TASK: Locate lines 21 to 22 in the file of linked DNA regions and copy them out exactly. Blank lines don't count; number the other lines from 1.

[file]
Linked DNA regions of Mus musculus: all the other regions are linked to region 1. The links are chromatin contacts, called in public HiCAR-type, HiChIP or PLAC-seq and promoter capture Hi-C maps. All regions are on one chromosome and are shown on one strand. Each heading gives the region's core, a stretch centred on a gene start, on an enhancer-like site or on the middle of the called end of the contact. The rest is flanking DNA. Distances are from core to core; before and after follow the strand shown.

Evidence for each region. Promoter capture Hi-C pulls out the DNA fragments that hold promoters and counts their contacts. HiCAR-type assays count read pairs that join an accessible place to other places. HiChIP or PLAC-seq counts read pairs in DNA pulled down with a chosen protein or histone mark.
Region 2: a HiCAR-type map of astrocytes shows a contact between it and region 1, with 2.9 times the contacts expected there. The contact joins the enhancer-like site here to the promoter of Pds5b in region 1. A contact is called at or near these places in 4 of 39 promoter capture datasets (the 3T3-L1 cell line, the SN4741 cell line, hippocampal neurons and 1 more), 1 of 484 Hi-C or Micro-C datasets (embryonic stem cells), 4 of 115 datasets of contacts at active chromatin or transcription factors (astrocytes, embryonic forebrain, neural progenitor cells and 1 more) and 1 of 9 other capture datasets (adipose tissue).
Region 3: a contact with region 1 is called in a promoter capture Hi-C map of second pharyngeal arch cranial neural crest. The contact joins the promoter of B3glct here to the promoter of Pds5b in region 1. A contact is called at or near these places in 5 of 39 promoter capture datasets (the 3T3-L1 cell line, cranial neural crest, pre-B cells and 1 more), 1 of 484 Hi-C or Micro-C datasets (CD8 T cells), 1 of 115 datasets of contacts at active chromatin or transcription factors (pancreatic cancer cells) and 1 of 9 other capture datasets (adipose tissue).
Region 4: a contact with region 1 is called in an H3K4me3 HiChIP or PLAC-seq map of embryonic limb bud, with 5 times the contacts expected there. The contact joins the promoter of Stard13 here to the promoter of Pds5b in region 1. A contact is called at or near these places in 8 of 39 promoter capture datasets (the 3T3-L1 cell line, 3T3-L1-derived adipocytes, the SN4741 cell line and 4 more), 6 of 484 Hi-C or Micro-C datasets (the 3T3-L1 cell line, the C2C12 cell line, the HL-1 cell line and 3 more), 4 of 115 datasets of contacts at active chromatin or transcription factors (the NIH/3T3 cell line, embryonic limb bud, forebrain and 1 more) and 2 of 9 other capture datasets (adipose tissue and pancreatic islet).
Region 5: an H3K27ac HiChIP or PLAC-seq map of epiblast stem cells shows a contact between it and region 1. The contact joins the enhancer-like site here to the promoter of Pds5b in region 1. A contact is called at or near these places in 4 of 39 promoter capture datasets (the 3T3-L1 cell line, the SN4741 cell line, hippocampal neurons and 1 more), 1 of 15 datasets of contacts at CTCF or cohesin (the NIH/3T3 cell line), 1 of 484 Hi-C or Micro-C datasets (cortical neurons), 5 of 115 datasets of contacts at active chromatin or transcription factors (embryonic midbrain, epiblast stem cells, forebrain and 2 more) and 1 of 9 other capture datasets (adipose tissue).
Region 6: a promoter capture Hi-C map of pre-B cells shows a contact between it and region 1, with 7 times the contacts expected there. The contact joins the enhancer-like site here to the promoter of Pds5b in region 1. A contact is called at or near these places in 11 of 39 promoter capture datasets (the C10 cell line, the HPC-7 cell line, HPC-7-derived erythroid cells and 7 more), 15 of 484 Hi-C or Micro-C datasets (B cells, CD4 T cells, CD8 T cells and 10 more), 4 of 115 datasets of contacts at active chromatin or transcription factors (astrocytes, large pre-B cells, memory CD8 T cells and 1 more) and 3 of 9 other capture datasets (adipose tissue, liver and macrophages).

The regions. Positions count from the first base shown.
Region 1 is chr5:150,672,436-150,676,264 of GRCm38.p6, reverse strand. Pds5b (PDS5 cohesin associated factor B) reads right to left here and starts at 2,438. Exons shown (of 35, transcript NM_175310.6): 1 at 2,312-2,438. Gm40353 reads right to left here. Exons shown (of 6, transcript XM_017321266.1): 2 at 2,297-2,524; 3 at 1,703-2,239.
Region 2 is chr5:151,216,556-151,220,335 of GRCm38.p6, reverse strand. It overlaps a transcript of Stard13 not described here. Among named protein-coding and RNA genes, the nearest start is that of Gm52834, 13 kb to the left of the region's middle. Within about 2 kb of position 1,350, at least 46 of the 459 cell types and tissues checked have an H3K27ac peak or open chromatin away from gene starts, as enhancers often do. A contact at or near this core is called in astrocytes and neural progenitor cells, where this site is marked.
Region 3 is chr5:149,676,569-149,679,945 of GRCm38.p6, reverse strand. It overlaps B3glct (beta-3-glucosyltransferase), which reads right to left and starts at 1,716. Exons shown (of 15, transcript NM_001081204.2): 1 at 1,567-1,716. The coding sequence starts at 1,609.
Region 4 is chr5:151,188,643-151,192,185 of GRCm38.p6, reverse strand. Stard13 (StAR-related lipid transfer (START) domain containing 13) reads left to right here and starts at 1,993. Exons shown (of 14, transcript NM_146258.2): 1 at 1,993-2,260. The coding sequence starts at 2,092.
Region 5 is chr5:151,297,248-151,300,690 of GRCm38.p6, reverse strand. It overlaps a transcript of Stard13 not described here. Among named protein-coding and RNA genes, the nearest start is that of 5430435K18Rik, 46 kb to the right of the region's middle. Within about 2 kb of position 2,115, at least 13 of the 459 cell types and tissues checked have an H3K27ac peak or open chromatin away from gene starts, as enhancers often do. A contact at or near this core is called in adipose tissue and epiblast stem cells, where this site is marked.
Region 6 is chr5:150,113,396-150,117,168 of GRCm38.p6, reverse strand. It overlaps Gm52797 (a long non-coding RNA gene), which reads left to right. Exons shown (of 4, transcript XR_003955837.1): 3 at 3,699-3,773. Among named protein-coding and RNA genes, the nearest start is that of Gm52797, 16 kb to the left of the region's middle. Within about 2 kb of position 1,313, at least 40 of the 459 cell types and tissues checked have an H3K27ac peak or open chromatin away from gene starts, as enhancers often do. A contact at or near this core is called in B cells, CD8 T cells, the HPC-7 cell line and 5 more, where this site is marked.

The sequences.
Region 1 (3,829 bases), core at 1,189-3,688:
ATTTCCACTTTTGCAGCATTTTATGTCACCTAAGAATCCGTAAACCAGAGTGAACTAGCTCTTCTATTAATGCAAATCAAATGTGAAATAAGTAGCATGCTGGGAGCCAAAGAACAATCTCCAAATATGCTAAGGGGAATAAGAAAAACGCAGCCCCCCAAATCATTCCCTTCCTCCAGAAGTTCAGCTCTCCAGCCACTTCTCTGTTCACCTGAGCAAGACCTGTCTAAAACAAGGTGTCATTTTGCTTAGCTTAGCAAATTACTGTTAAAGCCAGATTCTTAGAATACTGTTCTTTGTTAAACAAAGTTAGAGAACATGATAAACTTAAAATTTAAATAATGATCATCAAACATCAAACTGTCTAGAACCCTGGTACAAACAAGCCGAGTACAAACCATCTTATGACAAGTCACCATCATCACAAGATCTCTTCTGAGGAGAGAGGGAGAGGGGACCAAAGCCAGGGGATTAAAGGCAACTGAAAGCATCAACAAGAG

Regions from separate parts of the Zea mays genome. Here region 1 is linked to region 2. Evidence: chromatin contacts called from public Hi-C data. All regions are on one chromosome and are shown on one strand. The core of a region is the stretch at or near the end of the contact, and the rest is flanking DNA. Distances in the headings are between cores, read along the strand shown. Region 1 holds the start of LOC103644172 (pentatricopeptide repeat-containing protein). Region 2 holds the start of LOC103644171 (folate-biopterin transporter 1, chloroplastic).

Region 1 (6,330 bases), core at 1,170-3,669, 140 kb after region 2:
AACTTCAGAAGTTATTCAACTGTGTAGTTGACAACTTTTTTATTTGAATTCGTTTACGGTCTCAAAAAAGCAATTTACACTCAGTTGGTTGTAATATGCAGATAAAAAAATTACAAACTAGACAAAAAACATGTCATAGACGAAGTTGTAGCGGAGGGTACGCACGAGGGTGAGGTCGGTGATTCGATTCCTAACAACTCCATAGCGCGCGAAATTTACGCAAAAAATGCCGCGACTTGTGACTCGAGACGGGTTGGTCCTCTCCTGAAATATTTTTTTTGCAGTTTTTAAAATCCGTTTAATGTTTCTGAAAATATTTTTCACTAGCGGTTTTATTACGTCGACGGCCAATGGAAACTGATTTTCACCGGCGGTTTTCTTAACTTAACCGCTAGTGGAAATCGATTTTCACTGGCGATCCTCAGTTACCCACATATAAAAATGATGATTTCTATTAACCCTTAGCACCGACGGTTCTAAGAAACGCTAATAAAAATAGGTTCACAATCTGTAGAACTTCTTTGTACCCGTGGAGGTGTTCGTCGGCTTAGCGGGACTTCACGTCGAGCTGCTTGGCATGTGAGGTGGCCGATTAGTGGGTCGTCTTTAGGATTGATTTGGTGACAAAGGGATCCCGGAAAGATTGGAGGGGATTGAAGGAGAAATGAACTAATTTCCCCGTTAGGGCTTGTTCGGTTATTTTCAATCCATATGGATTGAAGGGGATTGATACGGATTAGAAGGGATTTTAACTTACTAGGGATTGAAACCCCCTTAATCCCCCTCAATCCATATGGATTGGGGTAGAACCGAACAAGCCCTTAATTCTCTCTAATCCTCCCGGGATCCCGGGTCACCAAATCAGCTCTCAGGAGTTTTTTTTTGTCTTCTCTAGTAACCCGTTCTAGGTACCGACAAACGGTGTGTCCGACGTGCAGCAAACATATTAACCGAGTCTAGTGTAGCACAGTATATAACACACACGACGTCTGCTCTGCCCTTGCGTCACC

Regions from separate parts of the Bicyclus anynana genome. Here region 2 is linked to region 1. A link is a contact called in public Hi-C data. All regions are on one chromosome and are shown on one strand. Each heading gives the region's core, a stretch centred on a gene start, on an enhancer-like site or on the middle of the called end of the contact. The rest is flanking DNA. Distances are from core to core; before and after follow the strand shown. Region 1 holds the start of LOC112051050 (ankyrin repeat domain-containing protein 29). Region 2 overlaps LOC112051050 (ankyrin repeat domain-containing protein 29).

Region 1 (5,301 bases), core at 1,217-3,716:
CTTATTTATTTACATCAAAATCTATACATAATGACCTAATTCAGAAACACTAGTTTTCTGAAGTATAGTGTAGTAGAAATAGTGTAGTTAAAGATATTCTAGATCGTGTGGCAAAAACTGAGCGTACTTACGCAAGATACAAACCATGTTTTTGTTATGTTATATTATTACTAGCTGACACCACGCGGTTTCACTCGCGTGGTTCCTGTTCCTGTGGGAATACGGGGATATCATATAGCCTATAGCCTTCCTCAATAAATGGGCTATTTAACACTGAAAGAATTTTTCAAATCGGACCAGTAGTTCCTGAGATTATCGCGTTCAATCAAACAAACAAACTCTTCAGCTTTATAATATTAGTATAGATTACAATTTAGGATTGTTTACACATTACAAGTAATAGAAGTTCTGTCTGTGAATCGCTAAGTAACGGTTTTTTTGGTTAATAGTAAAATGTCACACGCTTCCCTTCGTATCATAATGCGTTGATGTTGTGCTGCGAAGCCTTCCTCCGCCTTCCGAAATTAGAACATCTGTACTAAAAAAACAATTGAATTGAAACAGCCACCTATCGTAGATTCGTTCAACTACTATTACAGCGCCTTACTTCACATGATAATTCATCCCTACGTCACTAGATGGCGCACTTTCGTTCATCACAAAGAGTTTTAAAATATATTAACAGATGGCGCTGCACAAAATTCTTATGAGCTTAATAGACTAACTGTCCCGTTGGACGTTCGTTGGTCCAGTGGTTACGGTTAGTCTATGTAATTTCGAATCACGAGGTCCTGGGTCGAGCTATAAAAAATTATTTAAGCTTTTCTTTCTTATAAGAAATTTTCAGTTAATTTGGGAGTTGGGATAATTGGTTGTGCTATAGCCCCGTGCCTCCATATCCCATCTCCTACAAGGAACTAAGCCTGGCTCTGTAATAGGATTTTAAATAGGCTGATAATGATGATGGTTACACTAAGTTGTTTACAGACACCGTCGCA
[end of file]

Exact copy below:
Regions from separate parts of the Bicyclus anynana genome. Here region 2 is linked to region 1. A link is a contact called in public Hi-C data. All regions are on one chromosome and are shown on one strand. Each heading gives the region's core, a stretch centred on a gene start, on an enhancer-like site or on the middle of the called end of the contact. The rest is flanking DNA. Distances are from core to core; before and after follow the strand shown. Region 1 holds the start of LOC112051050 (ankyrin repeat domain-containing protein 29). Region 2 overlaps LOC112051050 (ankyrin repeat domain-containing protein 29).

Region 1 (5,301 bases), core at 1,217-3,716: